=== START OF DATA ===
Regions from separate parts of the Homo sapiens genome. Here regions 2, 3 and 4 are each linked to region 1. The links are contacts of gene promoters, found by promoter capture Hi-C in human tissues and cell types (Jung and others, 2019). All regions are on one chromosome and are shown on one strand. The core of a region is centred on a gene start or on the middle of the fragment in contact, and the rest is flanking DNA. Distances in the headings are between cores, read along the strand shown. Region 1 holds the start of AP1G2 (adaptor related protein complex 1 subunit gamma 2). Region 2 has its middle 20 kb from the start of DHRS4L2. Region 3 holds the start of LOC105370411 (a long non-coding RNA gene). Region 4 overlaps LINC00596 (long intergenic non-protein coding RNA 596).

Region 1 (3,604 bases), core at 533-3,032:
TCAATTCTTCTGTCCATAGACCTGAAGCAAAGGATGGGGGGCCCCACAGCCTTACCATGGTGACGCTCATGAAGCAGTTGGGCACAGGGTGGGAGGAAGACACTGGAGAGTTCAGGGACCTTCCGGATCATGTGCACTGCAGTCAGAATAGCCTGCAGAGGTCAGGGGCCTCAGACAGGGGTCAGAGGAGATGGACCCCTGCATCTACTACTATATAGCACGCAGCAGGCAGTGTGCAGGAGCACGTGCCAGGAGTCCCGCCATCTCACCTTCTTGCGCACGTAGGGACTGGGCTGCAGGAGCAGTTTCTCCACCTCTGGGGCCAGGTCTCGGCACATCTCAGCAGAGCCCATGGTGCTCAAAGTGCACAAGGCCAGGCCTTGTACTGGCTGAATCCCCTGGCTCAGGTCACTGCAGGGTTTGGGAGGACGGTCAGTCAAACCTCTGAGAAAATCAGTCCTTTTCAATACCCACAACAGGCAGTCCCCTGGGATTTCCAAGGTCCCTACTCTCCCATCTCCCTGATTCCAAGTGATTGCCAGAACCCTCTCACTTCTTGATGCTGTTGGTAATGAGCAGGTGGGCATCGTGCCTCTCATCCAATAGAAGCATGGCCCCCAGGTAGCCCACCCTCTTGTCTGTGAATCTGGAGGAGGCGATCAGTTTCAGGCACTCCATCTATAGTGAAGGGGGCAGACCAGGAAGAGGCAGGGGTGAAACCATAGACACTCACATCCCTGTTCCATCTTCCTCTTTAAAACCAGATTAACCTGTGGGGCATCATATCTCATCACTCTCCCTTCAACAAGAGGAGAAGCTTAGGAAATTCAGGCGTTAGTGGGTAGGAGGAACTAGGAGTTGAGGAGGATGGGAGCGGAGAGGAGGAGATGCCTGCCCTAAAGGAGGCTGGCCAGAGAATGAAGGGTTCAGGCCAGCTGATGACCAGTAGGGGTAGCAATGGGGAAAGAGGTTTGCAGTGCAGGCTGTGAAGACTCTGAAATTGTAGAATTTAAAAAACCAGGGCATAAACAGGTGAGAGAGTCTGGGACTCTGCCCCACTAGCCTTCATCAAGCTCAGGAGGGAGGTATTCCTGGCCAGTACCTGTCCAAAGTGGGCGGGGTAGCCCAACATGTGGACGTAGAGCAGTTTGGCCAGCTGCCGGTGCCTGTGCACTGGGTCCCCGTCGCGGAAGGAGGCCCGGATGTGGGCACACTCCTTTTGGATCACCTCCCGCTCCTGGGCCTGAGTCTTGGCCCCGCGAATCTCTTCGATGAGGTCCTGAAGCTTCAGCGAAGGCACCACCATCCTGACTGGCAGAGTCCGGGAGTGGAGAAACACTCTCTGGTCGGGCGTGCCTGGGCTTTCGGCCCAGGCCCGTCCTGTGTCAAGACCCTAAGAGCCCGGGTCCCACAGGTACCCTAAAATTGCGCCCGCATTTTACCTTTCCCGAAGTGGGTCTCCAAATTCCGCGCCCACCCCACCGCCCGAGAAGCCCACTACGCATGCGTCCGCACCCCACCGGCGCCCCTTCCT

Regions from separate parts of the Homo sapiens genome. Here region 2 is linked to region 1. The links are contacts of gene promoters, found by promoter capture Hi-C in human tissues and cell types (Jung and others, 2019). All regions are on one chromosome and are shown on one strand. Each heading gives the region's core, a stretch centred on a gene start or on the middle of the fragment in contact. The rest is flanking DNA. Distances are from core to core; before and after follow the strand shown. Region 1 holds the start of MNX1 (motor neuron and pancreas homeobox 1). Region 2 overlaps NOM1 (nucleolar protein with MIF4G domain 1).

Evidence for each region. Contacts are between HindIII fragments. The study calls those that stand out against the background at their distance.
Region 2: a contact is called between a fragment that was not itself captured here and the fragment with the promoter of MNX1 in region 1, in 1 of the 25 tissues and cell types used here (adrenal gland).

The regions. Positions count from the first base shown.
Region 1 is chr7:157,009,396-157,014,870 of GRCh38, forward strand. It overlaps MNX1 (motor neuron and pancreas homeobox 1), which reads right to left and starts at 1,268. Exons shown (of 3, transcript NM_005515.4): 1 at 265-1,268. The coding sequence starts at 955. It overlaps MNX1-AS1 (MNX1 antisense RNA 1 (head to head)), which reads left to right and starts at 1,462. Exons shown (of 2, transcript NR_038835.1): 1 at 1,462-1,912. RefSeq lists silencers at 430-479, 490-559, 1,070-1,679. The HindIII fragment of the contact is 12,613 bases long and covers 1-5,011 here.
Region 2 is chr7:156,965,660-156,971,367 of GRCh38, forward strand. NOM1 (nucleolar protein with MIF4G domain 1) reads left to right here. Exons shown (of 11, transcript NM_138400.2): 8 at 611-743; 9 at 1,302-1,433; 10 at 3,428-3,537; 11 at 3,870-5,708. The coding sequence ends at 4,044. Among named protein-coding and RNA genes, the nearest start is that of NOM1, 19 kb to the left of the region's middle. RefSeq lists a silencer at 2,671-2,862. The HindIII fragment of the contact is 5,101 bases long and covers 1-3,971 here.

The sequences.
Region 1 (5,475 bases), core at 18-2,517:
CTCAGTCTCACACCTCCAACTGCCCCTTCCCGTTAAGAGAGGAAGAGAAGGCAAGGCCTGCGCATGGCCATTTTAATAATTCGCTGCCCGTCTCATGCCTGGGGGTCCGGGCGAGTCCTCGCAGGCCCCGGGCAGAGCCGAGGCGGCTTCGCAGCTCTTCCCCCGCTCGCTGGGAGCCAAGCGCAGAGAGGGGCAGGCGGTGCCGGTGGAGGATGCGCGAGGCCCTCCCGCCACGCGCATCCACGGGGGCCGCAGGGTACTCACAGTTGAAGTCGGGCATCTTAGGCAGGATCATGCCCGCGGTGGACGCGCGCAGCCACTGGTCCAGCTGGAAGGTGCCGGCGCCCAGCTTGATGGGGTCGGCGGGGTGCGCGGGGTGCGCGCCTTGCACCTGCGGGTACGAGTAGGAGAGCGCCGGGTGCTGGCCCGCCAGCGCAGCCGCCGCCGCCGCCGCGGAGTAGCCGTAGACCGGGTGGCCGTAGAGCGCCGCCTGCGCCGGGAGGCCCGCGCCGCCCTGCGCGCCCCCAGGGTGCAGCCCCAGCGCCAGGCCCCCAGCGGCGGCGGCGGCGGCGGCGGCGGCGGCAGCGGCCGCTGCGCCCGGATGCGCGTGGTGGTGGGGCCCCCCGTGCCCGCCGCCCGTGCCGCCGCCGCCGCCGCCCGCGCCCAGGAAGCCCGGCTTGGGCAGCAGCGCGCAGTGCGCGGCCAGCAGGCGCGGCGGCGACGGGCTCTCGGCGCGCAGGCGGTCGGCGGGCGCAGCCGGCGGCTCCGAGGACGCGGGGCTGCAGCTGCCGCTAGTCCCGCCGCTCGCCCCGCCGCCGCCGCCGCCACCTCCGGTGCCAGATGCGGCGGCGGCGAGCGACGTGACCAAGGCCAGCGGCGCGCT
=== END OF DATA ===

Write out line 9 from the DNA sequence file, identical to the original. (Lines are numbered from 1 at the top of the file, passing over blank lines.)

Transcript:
Region 2 is chr7:156,965,660-156,971,367 of GRCh38, forward strand. NOM1 (nucleolar protein with MIF4G domain 1) reads left to right here. Exons shown (of 11, transcript NM_138400.2): 8 at 611-743; 9 at 1,302-1,433; 10 at 3,428-3,537; 11 at 3,870-5,708. The coding sequence ends at 4,044. Among named protein-coding and RNA genes, the nearest start is that of NOM1, 19 kb to the left of the region's middle. RefSeq lists a silencer at 2,671-2,862. The HindIII fragment of the contact is 5,101 bases long and covers 1-3,971 here.